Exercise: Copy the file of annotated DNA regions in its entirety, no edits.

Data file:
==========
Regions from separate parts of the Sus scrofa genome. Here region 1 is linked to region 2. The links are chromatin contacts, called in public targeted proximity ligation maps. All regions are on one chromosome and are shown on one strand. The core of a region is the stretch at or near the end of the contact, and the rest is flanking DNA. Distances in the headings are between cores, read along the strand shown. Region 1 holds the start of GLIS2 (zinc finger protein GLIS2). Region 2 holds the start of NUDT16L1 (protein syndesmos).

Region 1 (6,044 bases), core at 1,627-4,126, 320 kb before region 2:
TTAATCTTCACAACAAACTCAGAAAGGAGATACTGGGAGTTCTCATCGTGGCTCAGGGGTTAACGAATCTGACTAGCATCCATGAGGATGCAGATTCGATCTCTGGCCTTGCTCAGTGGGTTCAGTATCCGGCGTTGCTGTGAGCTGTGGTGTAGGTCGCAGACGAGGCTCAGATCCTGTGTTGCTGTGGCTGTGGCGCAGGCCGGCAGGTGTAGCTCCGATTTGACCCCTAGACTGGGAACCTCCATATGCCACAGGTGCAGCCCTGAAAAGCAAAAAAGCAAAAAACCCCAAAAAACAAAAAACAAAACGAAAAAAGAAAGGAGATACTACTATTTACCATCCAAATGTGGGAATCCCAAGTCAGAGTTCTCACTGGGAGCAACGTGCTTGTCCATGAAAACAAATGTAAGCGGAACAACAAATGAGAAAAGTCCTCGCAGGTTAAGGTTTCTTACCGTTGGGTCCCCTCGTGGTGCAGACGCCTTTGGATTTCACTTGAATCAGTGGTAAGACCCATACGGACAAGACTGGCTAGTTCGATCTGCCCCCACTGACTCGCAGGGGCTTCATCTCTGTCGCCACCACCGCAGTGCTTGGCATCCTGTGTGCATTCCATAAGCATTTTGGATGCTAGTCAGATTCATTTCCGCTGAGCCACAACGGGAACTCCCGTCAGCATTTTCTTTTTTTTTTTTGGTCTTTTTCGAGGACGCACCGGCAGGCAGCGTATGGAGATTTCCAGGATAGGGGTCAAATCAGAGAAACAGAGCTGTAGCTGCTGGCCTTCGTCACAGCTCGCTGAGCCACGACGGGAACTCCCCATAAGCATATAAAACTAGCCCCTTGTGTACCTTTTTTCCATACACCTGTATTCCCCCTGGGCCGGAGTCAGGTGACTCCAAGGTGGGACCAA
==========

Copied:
Regions from separate parts of the Sus scrofa genome. Here region 1 is linked to region 2. The links are chromatin contacts, called in public targeted proximity ligation maps. All regions are on one chromosome and are shown on one strand. The core of a region is the stretch at or near the end of the contact, and the rest is flanking DNA. Distances in the headings are between cores, read along the strand shown. Region 1 holds the start of GLIS2 (zinc finger protein GLIS2). Region 2 holds the start of NUDT16L1 (protein syndesmos).

Region 1 (6,044 bases), core at 1,627-4,126, 320 kb before region 2:
TTAATCTTCACAACAAACTCAGAAAGGAGATACTGGGAGTTCTCATCGTGGCTCAGGGGTTAACGAATCTGACTAGCATCCATGAGGATGCAGATTCGATCTCTGGCCTTGCTCAGTGGGTTCAGTATCCGGCGTTGCTGTGAGCTGTGGTGTAGGTCGCAGACGAGGCTCAGATCCTGTGTTGCTGTGGCTGTGGCGCAGGCCGGCAGGTGTAGCTCCGATTTGACCCCTAGACTGGGAACCTCCATATGCCACAGGTGCAGCCCTGAAAAGCAAAAAAGCAAAAAACCCCAAAAAACAAAAAACAAAACGAAAAAAGAAAGGAGATACTACTATTTACCATCCAAATGTGGGAATCCCAAGTCAGAGTTCTCACTGGGAGCAACGTGCTTGTCCATGAAAACAAATGTAAGCGGAACAACAAATGAGAAAAGTCCTCGCAGGTTAAGGTTTCTTACCGTTGGGTCCCCTCGTGGTGCAGACGCCTTTGGATTTCACTTGAATCAGTGGTAAGACCCATACGGACAAGACTGGCTAGTTCGATCTGCCCCCACTGACTCGCAGGGGCTTCATCTCTGTCGCCACCACCGCAGTGCTTGGCATCCTGTGTGCATTCCATAAGCATTTTGGATGCTAGTCAGATTCATTTCCGCTGAGCCACAACGGGAACTCCCGTCAGCATTTTCTTTTTTTTTTTTGGTCTTTTTCGAGGACGCACCGGCAGGCAGCGTATGGAGATTTCCAGGATAGGGGTCAAATCAGAGAAACAGAGCTGTAGCTGCTGGCCTTCGTCACAGCTCGCTGAGCCACGACGGGAACTCCCCATAAGCATATAAAACTAGCCCCTTGTGTACCTTTTTTCCATACACCTGTATTCCCCCTGGGCCGGAGTCAGGTGACTCCAAGGTGGGACCAA